How will these resources help you?

Following the Industrial Revolution in the mid-nineteenth century, the working population of cities, and London in particular, increased enormously, leading to overcrowding and poverty. Disease and early death were common. As a result, thousands of children were left without parents. Orphanages funded by rich philanthropists existed, but the uncomfortable truth is that conditions varied, and children who could not find a place had to live in a workhouse or on the streets. The orphan is a popular figure in Victorian literature, but few formal institutional records or first-hand accounts survive. 

The orphan in Victorian literature

Oliver Twist

by Charles Dickens, published by Wordsworth Classics, (2020), 9781853260124

The image of the orphan as the brave survivor, who maintains their moral integrity in the face of many challenges and eventually emerges to triumph, is a feature of Victorian literature. The famous tale of Oliver Twist is the prime example. The novel was first published as a magazine serial with the subtitle ‘A Parish Boy’s Progress’ with the intention of criticising the harsh new Poor Law Amendment Act of 1834. The early chapters give a real sense of the grim reality of life for Victorian orphans.

Barnardo’s ‘Ragged School’

Barnardo’s: Our History

published by Barnado’s ‘Ragged School’, (2021)

Thomas Barnardo’s first encounter with homeless children in London made him determined to improve the appalling conditions they had to endure. He revolutionised the concept of orphanages and set up a chain of small homes known as ‘ragged schools’, where boys were trained in a trade and girls as domestic staff, offering them an alternative to crime and prostitution. Barnardo’s work laid the foundations for the way children are cared for today. The webpage gives a brief but very useful summary of the organisation’s history and ethos.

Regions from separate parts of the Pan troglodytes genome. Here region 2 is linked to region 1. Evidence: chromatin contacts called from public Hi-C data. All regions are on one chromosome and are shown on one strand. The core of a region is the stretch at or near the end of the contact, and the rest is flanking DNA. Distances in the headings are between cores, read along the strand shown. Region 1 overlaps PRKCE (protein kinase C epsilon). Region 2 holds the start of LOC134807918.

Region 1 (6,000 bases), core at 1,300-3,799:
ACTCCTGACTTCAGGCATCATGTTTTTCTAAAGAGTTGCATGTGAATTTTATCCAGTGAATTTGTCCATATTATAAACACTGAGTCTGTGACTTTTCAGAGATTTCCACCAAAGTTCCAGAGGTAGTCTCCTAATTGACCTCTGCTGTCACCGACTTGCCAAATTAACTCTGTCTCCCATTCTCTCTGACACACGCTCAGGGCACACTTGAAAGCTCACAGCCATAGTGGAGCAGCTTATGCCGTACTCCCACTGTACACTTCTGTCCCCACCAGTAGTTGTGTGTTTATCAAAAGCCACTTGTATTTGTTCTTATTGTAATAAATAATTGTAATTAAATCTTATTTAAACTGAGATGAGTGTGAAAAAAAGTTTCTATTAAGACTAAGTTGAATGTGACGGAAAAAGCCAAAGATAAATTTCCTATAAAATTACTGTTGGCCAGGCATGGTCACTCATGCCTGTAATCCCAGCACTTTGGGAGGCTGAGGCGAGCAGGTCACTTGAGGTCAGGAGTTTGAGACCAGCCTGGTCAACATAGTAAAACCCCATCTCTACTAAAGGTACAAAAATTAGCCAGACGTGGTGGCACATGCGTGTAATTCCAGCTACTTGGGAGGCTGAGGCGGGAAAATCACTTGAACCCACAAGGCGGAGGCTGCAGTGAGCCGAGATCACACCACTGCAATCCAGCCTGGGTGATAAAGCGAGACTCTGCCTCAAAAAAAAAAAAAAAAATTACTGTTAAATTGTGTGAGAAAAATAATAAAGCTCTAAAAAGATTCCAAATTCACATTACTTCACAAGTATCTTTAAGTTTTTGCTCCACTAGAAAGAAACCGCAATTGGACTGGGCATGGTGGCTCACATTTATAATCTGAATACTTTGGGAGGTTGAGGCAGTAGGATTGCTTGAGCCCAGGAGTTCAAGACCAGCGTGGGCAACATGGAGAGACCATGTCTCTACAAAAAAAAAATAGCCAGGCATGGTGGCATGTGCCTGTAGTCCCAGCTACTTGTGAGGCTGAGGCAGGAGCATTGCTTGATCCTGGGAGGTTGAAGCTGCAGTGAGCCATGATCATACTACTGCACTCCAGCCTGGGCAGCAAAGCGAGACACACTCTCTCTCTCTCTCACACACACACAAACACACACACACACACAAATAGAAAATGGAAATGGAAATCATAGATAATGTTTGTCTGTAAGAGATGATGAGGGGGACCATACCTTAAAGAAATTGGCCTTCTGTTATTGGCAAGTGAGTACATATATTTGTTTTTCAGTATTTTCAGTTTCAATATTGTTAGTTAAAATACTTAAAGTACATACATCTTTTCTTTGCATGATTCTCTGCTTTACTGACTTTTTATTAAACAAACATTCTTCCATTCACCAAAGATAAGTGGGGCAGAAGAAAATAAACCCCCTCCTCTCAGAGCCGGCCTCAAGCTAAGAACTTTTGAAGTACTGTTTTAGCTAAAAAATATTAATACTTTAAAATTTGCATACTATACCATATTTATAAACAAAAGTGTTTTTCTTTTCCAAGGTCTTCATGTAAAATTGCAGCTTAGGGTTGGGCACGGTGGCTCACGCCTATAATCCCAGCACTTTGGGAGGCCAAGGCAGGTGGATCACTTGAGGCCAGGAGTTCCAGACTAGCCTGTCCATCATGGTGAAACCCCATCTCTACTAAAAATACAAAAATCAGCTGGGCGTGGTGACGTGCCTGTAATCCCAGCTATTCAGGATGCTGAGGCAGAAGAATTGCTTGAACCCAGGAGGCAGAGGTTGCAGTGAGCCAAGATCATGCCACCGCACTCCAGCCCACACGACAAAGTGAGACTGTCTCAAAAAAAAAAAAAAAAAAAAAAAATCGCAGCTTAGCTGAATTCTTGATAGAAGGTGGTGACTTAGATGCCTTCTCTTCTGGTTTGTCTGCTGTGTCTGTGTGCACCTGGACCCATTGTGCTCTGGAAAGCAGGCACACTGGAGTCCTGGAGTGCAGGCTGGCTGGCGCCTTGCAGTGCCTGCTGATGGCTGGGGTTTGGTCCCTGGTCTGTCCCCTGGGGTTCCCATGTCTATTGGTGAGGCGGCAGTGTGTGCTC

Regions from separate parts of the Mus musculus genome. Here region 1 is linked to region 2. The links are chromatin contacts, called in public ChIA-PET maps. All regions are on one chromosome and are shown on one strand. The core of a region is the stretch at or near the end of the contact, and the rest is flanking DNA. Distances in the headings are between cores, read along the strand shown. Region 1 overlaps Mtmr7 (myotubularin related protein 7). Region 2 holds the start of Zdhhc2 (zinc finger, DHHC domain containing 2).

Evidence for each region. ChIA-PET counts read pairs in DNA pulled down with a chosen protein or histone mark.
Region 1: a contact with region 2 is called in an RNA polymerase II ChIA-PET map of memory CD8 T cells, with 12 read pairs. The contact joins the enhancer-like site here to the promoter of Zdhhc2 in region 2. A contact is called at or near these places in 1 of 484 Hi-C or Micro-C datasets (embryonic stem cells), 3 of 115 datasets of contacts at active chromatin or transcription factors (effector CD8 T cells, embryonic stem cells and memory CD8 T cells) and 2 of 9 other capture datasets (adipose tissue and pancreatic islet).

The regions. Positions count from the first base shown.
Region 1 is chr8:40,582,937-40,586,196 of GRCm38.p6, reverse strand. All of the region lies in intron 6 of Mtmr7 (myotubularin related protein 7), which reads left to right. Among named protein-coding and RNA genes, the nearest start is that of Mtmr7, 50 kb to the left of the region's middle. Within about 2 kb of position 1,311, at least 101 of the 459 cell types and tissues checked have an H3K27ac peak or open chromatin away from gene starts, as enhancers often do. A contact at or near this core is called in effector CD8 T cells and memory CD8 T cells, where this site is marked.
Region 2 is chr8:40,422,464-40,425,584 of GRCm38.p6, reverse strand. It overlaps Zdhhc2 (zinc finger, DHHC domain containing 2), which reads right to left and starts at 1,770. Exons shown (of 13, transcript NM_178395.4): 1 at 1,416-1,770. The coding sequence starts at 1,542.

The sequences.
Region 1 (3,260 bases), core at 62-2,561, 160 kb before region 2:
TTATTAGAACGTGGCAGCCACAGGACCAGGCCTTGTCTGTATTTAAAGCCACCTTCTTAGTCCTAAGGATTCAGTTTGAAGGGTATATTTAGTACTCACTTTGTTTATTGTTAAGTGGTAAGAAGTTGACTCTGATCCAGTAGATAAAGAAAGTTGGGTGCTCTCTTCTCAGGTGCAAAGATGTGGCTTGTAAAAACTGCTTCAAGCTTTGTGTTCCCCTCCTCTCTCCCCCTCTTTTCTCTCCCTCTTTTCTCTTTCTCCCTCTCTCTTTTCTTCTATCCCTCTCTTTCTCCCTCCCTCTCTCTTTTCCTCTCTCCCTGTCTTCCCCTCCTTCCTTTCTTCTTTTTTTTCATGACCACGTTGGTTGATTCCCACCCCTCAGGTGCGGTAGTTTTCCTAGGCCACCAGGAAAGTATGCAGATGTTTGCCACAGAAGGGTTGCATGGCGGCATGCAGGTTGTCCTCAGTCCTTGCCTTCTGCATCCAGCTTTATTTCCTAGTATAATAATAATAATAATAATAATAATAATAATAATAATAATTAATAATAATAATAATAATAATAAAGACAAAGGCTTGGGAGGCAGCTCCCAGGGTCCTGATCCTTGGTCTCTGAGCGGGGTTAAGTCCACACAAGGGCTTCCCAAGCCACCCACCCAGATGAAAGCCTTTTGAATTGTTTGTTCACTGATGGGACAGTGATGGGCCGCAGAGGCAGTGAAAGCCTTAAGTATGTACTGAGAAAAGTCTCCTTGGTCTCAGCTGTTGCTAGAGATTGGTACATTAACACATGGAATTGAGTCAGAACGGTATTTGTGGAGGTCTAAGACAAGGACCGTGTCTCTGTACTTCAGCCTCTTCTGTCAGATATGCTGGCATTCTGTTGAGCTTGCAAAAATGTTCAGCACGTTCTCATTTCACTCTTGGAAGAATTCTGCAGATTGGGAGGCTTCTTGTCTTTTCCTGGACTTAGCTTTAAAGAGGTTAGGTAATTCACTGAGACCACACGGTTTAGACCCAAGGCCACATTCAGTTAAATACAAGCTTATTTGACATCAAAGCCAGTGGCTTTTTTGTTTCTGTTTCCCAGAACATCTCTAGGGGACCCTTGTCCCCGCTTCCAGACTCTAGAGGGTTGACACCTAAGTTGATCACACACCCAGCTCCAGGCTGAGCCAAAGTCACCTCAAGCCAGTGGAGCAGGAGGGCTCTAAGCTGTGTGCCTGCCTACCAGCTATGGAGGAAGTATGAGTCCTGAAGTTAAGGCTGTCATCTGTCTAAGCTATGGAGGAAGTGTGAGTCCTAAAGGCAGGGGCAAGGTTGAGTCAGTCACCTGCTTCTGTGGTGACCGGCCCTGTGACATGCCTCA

A first-hand account

Indoor Paupers: Life inside a London Workhouse

by ‘One of Them’ (anonymous), with a preface by Peter Higginbotham, published by The Workhouse Press, (2013), 9781482083989

This book is a unique full-length account written anonymously by a male inmate in the 1880s. It includes fascinating first-hand details about his life and there is an informative preface written by the author. Higginbotham is the author of several books about Victorian orphanages and workhouses. See Further Materials for a website that offers an overview of the British workhouse through history. It has many useful sections, including one on how the 1834 Poor Law Amendment Act resulted in the construction of many purpose-built workhouses.

Audiovisual clip

A House Through Time - The Foundling Museum

published by BBC, (2020)

An insight into the reason why the Foundling Hospital was created.

Further Materials

The workhouse: the story of an institution by Peter Higginbotham Visit this website
Charles Dickens and the Street Children of London by Andrea Warren, published by Clarion Books, (2017), 9780544932609 Find this book
Orphans in fiction by John Mullan, published by the British Library, (2014) Read this article
Karen Wallace has written over 300 fiction and non-fiction books for children. Think of an Eel won the Times Education Award and the Kurt Maschler Award in the UK. It also won the Parents’ Choice Gold Award in the US. Her first novel Raspberries on the Yangtze was shortlisted for the Guardian Young Fiction Award.

Text © Karen Wallace, 2021.